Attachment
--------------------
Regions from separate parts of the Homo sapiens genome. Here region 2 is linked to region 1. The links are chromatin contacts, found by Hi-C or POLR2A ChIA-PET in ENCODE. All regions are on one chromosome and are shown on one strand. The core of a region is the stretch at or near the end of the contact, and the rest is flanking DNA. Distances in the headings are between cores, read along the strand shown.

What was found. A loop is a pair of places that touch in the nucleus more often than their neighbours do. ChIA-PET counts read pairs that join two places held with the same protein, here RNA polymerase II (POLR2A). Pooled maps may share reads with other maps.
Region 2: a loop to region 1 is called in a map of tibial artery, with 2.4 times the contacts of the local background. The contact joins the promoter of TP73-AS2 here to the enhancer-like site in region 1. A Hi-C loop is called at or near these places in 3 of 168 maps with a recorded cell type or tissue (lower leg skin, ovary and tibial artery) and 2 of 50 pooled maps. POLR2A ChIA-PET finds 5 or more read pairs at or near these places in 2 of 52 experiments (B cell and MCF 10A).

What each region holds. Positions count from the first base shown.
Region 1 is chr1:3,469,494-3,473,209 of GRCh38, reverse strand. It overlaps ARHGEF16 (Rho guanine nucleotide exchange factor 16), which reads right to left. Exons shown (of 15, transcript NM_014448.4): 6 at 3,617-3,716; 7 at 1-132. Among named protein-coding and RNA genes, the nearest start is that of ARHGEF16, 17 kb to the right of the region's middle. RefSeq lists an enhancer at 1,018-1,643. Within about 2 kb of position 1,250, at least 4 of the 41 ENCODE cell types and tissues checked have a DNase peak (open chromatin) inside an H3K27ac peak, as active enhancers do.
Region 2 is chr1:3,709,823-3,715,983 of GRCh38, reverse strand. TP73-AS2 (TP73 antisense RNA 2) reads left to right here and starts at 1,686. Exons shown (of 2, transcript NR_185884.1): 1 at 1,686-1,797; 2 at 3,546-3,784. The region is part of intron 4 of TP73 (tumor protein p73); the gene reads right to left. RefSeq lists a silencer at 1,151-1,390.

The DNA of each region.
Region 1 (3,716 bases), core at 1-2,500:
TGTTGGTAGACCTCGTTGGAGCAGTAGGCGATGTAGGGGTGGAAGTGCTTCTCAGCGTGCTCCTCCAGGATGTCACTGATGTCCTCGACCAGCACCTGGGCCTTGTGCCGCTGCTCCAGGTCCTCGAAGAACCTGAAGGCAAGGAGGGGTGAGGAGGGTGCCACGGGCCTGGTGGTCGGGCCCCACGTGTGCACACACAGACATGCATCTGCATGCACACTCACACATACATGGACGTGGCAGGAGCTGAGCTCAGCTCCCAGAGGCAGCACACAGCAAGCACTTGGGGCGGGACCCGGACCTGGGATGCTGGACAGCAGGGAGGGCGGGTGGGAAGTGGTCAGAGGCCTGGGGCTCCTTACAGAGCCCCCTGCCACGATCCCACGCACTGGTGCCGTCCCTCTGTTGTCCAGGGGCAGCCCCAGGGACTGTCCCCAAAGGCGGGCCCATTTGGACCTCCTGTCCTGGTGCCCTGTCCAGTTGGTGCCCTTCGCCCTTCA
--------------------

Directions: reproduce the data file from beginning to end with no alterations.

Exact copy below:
Regions from separate parts of the Homo sapiens genome. Here region 2 is linked to region 1. The links are chromatin contacts, found by Hi-C or POLR2A ChIA-PET in ENCODE. All regions are on one chromosome and are shown on one strand. The core of a region is the stretch at or near the end of the contact, and the rest is flanking DNA. Distances in the headings are between cores, read along the strand shown.

What was found. A loop is a pair of places that touch in the nucleus more often than their neighbours do. ChIA-PET counts read pairs that join two places held with the same protein, here RNA polymerase II (POLR2A). Pooled maps may share reads with other maps.
Region 2: a loop to region 1 is called in a map of tibial artery, with 2.4 times the contacts of the local background. The contact joins the promoter of TP73-AS2 here to the enhancer-like site in region 1. A Hi-C loop is called at or near these places in 3 of 168 maps with a recorded cell type or tissue (lower leg skin, ovary and tibial artery) and 2 of 50 pooled maps. POLR2A ChIA-PET finds 5 or more read pairs at or near these places in 2 of 52 experiments (B cell and MCF 10A).

What each region holds. Positions count from the first base shown.
Region 1 is chr1:3,469,494-3,473,209 of GRCh38, reverse strand. It overlaps ARHGEF16 (Rho guanine nucleotide exchange factor 16), which reads right to left. Exons shown (of 15, transcript NM_014448.4): 6 at 3,617-3,716; 7 at 1-132. Among named protein-coding and RNA genes, the nearest start is that of ARHGEF16, 17 kb to the right of the region's middle. RefSeq lists an enhancer at 1,018-1,643. Within about 2 kb of position 1,250, at least 4 of the 41 ENCODE cell types and tissues checked have a DNase peak (open chromatin) inside an H3K27ac peak, as active enhancers do.
Region 2 is chr1:3,709,823-3,715,983 of GRCh38, reverse strand. TP73-AS2 (TP73 antisense RNA 2) reads left to right here and starts at 1,686. Exons shown (of 2, transcript NR_185884.1): 1 at 1,686-1,797; 2 at 3,546-3,784. The region is part of intron 4 of TP73 (tumor protein p73); the gene reads right to left. RefSeq lists a silencer at 1,151-1,390.

The DNA of each region.
Region 1 (3,716 bases), core at 1-2,500:
TGTTGGTAGACCTCGTTGGAGCAGTAGGCGATGTAGGGGTGGAAGTGCTTCTCAGCGTGCTCCTCCAGGATGTCACTGATGTCCTCGACCAGCACCTGGGCCTTGTGCCGCTGCTCCAGGTCCTCGAAGAACCTGAAGGCAAGGAGGGGTGAGGAGGGTGCCACGGGCCTGGTGGTCGGGCCCCACGTGTGCACACACAGACATGCATCTGCATGCACACTCACACATACATGGACGTGGCAGGAGCTGAGCTCAGCTCCCAGAGGCAGCACACAGCAAGCACTTGGGGCGGGACCCGGACCTGGGATGCTGGACAGCAGGGAGGGCGGGTGGGAAGTGGTCAGAGGCCTGGGGCTCCTTACAGAGCCCCCTGCCACGATCCCACGCACTGGTGCCGTCCCTCTGTTGTCCAGGGGCAGCCCCAGGGACTGTCCCCAAAGGCGGGCCCATTTGGACCTCCTGTCCTGGTGCCCTGTCCAGTTGGTGCCCTTCGCCCTTCA